Wednesday, April 20, 2016

Response to Ayn Rand's Anthem

           Ayn Rand’s Anthem portrays the ideology of a collectivist society, where people are forced to act in similar fashions. There is also no ideal sense of individuality which causes the society to lack creativity or the opportunity to value their own opinions. Through this novel, we are able to make distinct comparisons between the societies portrayed in Anthem as opposed to our societies today. The main function of a collectivist society is to have things flow in a certain order without creating any disputes or differences and allowing people to abide by that mentality. It also enforces people to put the “good of society” before themselves meaning whatever is claimed to be beneficial to the society as a whole matters more than what would be beneficial towards an individual being.
Collectivism displays controlling matters where people must go by what their authority tells them to do or they will get severely punished. It is to allow society to follow a collective structure where they feel it will be maintaining order. It is believed that once everyone have their own individual opinions and do what they want to do it will cause conflict within their society. For example, in Anthem, the Transgressor of the Unspeakable Word, was executed by being burned alive for stating their unspeakable word which is “I”. This word seems to always cause an uproar in their society because it hinders them from displaying that form of individuality. In comparison to our modern day society, people use the term I when they describe themselves and elaborate on unique characteristics about themselves or things that they do. When you are addressing yourself, you don’t speak for everyone else. One unique thing about our society, specifically in reference to America, you see uniqueness and so much creativity and diversity of things all around you. Each time you turn around you find something different that you never knew of which allows life to be spontaneous and worth living for. When you are constricted to specific regimen for the rest of your life, it becomes dull and boring, because it is like you are brainwashed into believing that this is the way that things are supposed to be. When you are forced to do something or be something that you do not want to be, it would make a person feel miserable because they are not content with the life they are living, however they must find a way to go along with it regardless because of severe punishment that follow behind it.
The protagonist of the novella, Equality 7-2521, elaborates on how he does not agree with structure of his society and feels that people should have their own individual mindsets instead being under such strict rules that doesn’t give people their own identity. He has a deep passion for finding his freedom and releasing himself from the constraints of his society. The biggest turning point for his revolt was when he discovered the light bulb and the Council threatened to destroy it and exiled him as well. He knows that he does not want to be like them and the fact that he created something so different that they are not used to, really got to them and wanted them to get rid of Equality 7-2521.
A person would go to any extent to make themselves happy. This is what draws us to the concept of rational egoism. Where a person would do anything that would be beneficial to themselves. Once Equality 7-2521 became a free man, he was able to explore himself and discover unique traits that he never knew existed. He was able to kill and enjoy is own food, as well as explore his manhood and do things that he never thought he would have the chance to do. When he finally discovered the true meaning of “I” it becomes an eye opener for him that it is only you that can perceive how you view the world, and you can’t do it through anyone else. Everyone will not see things in the same manner, so when we say ‘I” it gives so many different viewpoints.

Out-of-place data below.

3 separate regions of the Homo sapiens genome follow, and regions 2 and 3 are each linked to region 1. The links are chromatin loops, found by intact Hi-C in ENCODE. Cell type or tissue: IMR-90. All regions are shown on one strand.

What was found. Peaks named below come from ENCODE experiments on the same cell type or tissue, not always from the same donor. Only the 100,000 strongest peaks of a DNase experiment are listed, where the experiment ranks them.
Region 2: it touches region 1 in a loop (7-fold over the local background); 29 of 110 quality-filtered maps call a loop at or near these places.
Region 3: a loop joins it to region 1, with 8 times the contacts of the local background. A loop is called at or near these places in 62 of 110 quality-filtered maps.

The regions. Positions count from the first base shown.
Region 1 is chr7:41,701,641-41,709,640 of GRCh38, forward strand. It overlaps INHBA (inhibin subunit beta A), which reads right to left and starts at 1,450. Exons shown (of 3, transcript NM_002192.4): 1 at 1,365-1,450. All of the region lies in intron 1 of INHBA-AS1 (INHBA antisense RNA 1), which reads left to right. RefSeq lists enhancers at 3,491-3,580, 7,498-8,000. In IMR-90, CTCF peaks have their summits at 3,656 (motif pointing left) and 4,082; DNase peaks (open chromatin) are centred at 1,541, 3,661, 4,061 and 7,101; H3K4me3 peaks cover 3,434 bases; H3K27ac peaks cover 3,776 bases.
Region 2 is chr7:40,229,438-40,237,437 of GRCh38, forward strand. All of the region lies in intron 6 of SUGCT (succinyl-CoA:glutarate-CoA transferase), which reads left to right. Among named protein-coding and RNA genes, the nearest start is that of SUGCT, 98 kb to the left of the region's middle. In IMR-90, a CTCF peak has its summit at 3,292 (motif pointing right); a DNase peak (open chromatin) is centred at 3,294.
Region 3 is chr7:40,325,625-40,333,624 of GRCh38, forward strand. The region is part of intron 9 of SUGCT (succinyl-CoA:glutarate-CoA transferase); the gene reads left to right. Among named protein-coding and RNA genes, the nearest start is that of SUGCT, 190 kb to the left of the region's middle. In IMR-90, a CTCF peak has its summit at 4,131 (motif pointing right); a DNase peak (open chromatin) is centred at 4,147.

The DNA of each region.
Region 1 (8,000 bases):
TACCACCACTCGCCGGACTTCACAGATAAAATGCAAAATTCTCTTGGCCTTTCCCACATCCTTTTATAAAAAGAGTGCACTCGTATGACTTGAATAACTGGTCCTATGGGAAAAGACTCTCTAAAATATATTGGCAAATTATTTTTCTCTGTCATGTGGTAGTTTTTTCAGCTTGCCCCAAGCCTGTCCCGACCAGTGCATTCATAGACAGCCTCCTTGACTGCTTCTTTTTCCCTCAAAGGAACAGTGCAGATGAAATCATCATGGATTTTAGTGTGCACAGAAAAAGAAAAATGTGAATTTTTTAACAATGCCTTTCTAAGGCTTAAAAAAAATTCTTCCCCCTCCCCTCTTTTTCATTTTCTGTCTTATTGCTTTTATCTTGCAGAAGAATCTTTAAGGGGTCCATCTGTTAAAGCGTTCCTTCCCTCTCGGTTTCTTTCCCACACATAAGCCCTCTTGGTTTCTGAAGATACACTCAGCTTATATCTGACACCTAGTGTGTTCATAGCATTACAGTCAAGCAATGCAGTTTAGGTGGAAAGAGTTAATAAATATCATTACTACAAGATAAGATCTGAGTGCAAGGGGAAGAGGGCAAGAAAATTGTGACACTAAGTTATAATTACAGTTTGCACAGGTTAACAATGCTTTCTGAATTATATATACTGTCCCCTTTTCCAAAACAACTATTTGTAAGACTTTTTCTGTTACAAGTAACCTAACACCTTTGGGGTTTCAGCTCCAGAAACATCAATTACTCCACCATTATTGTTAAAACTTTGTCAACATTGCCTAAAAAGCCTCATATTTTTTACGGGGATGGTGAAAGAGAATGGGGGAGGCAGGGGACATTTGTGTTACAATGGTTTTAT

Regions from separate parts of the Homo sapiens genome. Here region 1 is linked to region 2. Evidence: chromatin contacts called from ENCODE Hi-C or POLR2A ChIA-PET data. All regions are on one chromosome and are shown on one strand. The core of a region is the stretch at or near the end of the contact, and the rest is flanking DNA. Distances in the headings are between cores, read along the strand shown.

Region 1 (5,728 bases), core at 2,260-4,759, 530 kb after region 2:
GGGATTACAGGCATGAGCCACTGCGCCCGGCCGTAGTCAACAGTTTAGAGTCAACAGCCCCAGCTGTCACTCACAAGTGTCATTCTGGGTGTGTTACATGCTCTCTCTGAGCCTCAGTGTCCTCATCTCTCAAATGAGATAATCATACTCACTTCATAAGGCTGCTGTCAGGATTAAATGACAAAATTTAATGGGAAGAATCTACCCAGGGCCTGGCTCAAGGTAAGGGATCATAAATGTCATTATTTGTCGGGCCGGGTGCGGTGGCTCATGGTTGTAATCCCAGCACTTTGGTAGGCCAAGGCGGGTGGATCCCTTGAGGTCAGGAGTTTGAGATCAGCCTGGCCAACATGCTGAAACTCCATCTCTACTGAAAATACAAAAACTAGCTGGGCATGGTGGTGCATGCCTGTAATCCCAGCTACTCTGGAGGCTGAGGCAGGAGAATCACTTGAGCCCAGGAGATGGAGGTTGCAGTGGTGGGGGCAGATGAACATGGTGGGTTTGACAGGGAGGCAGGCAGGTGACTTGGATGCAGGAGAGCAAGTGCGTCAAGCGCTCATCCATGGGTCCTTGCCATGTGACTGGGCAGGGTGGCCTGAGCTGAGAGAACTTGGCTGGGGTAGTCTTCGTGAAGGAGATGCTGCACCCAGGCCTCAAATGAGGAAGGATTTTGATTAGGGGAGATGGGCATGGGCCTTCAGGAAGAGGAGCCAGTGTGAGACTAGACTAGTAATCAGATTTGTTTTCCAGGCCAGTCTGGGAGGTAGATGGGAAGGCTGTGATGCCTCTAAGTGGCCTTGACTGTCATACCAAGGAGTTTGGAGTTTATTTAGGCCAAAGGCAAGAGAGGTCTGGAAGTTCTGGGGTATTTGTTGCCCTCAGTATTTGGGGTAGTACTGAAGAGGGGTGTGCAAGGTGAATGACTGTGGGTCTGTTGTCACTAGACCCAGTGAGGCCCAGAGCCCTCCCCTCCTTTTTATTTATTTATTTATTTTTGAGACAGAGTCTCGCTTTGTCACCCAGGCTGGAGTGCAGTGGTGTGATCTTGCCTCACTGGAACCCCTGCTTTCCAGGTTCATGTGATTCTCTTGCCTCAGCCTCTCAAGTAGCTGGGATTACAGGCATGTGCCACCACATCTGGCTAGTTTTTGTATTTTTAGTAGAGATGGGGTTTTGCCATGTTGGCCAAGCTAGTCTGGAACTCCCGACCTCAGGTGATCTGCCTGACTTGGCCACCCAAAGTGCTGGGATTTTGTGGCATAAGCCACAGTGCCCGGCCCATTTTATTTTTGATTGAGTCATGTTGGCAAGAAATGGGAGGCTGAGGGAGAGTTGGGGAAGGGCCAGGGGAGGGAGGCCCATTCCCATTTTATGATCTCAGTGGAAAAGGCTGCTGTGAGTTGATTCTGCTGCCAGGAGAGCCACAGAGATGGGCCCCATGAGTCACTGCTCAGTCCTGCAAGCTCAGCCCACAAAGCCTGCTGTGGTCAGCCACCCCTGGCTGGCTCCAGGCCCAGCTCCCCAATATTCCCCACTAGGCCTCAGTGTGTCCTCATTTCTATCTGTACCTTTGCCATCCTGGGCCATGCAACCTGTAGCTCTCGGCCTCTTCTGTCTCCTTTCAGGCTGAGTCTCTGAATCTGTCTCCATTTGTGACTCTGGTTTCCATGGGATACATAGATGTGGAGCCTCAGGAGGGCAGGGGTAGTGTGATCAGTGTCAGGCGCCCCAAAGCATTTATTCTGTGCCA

One can think when someone constantly refers to themselves, it brings out a selfish attitude and causes the person’s ego to expand. However, we don’t live life for another person, you are only living life for yourself. Sometimes you may want to take that extra mile to do something especially if it would have a great benefit for you. And there is a great possibility that your actions can also play a major role in the life of someone else and giving them a chance to explore and find that uniqueness within themselves. 

Monday, April 18, 2016

Response to Anthem

The story Anthem, are diary entries written from the perspective of a man labeled as Equality 7-2521. It is very distinct from other diaries in which that “I” was not present in the dairy, but rather “we” which indicated an attempt to eliminate sense of self. Equality 7-2521 lives in a collectivistic city, where the people are divided into different factions and have designated jobs appointed by the Council.  Equality 7-2521 is a Street Sweeper of the society, having his profession chosen by the Councils of the city. Equality, curious in nature is being suppressed of his thirst for knowledge.  His natural talent for comprehension of different materials was undoubtedly faster than his brothers, which was a sin in a society that preaches equality among individuals. One day while sweeping, he coincidentally discovered an underground tunnel and there he secretly experimented and educated himself about nature. Following this, he met Liberty 5300, who he found himself attached to and in turn ignited his hatred toward his brothers and the society. As the story progressed, Equality 7-2521 was caught secretly studying about nature, plotting his rebellion against the city all while he was struggling internally to rediscover individualism.